Student Race and Gender and Patient Encounters in a Family Medicine Clerkship

Joseph Hobbs, MD | David L. Kriegel, MD | Ashley Saucier, MD | Denise M. Hodo, MPH | Stephen W. Looney, PhD

Fam Med. 2019;51(1):14-21.

DOI: 10.22454/FamMed.2019.487510


Background and Objectives: The purpose of this study was to determine the association of students’ race and gender with the race, gender, age, patient numbers, and problems encountered during a third-year family medicine clerkship across a geographically distributed clinical teaching network.

Methods: Student patient experience logbook data from two separate but adjacent 3-year periods were analyzed. Mixed-effects regression models and generalized linear mixed models were used to determine the relationship between student race and gender on number and demographics of patients encountered and odds of encountering required conditions and gender-specific conditions at least once during the clerkship.

Results: A total of 458 students documented 66,752 encounters during academic years 2008 through 2010, and 498 students documented 70,213 encounters during academic years 2011 through 2013. The first cohort averaged 145.8 (SD 24.0) encounters per student and the second cohort averaged 141.1 (SD 19.5) encounters per student. Females had more encounters during the first period, but no difference in the second. There was no difference in average encounters between white and nonwhite students during the first period, but during the second, nonwhite students had more encounters. A few differences were found in odds of encountering required conditions or gender-specific conditions, but none were consistent across time.

Conclusions: Family medicine clerkship students in this geographically distributed network did not experience significant differences in patient demographics, conditions, or gender-specific diseases, based on their gender or race. The teaching sites in the study were monitored continuously to ensure consistent clinical experiences in volume and scope.

Racial and gender diversity of medical students has been increasing over the last 3 decades, albeit much slower for diversity related to those groups defined as underrepresented in medicine.1,2 Increasing student diversity has been shown to promote positive educational outcomes such as increased preparedness to provide care to a diverse patient population.3,4 There is evidence that patient care experiences of minority and female medical students may differ during components of their clinical education.5,6 Implications of those differences, if they exist, on the quality of the students’ clinical experiences have not been described.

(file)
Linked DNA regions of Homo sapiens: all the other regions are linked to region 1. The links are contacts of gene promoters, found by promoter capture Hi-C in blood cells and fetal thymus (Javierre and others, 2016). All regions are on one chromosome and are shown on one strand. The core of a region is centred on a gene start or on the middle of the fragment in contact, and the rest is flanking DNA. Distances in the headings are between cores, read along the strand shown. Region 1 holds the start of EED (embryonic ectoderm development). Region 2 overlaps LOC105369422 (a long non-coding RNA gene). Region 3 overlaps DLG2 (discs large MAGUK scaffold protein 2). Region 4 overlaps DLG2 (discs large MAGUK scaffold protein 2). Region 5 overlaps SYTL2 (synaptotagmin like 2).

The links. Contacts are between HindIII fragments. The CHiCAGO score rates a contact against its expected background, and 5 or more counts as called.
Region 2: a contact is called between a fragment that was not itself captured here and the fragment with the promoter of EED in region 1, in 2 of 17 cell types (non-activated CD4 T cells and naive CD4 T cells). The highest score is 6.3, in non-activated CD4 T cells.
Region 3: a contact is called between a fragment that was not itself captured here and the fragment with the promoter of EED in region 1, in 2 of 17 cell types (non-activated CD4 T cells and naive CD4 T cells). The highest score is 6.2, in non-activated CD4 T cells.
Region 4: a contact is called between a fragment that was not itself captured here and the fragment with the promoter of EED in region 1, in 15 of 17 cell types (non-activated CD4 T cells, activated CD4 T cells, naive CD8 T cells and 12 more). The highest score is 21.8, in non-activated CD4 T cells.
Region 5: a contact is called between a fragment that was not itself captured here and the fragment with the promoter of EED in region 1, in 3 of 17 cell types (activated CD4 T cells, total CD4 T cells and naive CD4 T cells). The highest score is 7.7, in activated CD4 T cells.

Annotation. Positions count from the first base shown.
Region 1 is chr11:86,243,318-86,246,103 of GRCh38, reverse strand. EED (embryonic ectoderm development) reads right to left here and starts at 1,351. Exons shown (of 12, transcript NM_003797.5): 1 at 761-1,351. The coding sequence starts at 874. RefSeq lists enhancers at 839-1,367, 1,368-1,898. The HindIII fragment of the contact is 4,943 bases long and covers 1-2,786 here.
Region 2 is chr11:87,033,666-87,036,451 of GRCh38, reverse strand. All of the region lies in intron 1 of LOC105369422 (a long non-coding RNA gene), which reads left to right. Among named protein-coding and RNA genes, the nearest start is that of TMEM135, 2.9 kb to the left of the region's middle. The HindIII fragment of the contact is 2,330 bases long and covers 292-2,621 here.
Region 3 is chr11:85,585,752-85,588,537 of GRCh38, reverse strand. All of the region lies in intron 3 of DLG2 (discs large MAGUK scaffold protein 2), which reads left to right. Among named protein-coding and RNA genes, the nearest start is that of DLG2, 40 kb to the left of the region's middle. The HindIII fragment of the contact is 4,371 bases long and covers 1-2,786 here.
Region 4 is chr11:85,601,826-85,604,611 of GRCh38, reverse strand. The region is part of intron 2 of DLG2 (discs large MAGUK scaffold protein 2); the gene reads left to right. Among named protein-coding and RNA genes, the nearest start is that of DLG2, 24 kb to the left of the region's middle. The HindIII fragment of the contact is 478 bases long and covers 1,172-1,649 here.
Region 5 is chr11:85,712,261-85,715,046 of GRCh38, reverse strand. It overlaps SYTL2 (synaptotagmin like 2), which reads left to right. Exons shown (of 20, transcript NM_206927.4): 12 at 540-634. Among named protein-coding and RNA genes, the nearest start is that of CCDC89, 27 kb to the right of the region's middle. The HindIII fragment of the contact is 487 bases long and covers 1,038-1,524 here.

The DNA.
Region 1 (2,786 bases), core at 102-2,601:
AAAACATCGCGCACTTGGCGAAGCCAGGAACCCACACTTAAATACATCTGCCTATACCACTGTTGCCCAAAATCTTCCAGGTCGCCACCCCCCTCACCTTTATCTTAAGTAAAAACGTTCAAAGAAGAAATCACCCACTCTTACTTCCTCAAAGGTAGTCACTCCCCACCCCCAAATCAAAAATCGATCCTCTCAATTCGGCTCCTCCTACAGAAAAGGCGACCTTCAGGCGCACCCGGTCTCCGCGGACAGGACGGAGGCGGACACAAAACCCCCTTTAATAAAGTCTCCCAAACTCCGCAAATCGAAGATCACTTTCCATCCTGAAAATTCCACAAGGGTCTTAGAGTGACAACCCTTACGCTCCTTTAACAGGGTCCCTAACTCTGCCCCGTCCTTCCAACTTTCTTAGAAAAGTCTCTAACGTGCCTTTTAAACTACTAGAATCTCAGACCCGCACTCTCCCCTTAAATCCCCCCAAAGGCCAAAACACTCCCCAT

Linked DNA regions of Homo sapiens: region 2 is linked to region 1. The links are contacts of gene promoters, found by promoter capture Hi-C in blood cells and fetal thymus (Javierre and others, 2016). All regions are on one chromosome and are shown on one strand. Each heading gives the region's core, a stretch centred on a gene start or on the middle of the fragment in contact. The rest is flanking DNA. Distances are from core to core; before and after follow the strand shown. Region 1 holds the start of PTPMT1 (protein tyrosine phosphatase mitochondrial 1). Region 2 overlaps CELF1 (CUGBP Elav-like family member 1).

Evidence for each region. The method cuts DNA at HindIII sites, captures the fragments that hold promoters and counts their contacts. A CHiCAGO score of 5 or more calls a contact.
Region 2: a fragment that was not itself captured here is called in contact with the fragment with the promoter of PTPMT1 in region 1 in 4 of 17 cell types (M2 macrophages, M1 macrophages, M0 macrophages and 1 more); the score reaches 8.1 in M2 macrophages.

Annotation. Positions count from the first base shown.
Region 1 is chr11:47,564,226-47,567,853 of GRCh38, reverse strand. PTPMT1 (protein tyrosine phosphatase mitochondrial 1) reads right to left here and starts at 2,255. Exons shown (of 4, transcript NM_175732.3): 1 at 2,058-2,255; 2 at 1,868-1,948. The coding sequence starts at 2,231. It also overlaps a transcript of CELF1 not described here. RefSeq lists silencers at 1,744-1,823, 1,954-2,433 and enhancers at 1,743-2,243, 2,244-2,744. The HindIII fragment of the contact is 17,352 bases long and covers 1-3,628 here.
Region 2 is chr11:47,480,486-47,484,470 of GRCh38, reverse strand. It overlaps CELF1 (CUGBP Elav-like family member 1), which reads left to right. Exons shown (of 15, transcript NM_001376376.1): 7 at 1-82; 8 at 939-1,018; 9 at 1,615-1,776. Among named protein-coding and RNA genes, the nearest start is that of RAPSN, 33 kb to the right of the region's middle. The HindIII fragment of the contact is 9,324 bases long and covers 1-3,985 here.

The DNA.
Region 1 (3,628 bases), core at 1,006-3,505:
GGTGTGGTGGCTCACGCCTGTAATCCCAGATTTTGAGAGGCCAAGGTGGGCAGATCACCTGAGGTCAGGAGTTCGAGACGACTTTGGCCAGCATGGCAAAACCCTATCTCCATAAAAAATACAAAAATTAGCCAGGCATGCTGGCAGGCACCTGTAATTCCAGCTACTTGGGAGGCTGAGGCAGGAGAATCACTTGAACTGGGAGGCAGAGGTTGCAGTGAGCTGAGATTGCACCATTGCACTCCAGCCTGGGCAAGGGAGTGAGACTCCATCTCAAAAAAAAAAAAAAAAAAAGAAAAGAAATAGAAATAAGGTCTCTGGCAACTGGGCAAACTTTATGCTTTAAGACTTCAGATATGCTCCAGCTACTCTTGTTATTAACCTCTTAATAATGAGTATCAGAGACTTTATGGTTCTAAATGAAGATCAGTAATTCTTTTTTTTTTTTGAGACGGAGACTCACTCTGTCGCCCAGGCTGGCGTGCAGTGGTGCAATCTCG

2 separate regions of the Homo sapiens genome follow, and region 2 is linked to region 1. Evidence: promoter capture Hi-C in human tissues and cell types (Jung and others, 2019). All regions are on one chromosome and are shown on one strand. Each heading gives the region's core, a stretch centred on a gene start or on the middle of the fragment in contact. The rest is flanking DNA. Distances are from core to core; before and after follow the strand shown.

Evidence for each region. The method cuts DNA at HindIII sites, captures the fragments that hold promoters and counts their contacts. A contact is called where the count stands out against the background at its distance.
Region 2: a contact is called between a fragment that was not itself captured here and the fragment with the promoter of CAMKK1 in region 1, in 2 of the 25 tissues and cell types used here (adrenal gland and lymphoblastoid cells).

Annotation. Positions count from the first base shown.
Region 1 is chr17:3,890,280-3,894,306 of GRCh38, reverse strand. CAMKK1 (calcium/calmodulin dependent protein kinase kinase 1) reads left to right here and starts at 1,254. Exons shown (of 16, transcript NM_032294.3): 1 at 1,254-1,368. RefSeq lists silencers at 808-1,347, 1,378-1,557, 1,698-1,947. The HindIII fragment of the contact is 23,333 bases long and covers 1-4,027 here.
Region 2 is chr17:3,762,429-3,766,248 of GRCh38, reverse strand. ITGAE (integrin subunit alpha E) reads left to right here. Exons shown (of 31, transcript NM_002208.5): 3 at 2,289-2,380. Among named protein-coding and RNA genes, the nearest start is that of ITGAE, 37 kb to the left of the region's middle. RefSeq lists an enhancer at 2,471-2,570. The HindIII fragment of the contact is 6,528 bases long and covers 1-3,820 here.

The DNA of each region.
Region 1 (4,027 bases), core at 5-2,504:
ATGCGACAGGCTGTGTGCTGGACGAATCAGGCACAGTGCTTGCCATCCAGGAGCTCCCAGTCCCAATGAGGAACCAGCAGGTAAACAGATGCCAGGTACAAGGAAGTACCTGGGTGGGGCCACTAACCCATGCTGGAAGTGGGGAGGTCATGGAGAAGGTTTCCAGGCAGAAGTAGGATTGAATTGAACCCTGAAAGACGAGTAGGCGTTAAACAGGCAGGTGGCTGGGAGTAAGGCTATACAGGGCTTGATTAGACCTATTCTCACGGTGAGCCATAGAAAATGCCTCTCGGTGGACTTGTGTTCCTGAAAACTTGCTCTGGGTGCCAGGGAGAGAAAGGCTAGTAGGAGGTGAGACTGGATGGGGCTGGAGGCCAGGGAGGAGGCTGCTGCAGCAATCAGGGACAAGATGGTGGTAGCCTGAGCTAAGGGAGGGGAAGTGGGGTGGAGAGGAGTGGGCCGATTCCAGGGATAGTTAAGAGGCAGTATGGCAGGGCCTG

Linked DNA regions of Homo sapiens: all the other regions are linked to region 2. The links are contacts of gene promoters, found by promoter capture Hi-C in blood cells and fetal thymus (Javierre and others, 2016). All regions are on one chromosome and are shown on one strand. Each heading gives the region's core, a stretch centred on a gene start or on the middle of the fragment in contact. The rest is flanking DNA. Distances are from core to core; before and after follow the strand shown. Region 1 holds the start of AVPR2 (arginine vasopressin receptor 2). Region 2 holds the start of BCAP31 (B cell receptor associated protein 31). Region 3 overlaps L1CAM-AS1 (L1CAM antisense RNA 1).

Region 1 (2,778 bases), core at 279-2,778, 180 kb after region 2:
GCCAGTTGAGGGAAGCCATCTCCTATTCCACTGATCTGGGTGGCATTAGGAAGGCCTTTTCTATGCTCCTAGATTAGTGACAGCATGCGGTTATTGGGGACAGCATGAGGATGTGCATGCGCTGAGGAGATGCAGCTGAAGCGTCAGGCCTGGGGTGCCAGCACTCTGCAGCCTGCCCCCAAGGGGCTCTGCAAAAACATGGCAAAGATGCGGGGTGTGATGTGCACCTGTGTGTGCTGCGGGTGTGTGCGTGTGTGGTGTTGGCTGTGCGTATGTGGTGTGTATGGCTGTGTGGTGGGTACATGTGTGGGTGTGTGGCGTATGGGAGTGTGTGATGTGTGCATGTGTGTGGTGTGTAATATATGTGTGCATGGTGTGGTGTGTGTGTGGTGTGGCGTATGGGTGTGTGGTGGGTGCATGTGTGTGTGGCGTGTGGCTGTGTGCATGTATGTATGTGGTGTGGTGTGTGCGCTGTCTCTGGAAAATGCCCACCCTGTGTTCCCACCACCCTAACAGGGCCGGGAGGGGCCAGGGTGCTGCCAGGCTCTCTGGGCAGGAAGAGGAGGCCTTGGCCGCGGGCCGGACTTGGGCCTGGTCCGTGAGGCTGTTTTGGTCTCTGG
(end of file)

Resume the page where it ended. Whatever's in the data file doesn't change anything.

Geographically distributed networks of community-based clinical service venues have historically been used to provide additional medical student teaching and learning environments to support existing and expanding class size of schools and colleges of medicine. Differences may exist in life experiences and demographics of students and those of patients encountered in community-based clinical education networks. Distributed teaching activities, especially in ambulatory care settings, are challenged by logistical factors of distance, community social norms and expectations, increasing student diversity, patient population variability, and community physician attitudes and teaching expertise. Multiple studies have described methods to standardize student learning experiences in required and elective courses across teaching networks of distributed ambulatory community-based clinical venues.7-12 However, little has been described concerning potential differences in demographics of learners’ patient care experiences in primary care required courses related to students’ gender and race.

The purpose of this retrospective study was to determine the association of students’ race (ie, white and nonwhite) and gender with the race, gender, age, patient numbers and problems encountered during a third-year, 6-week family medicine clerkship across a geographically distributed clinical teaching site network. A secondary aim of this study was to assess consistency and reproducibility of these associations over time by examining the relationship of student race and gender with clinical experiences during two different, but adjacent time periods.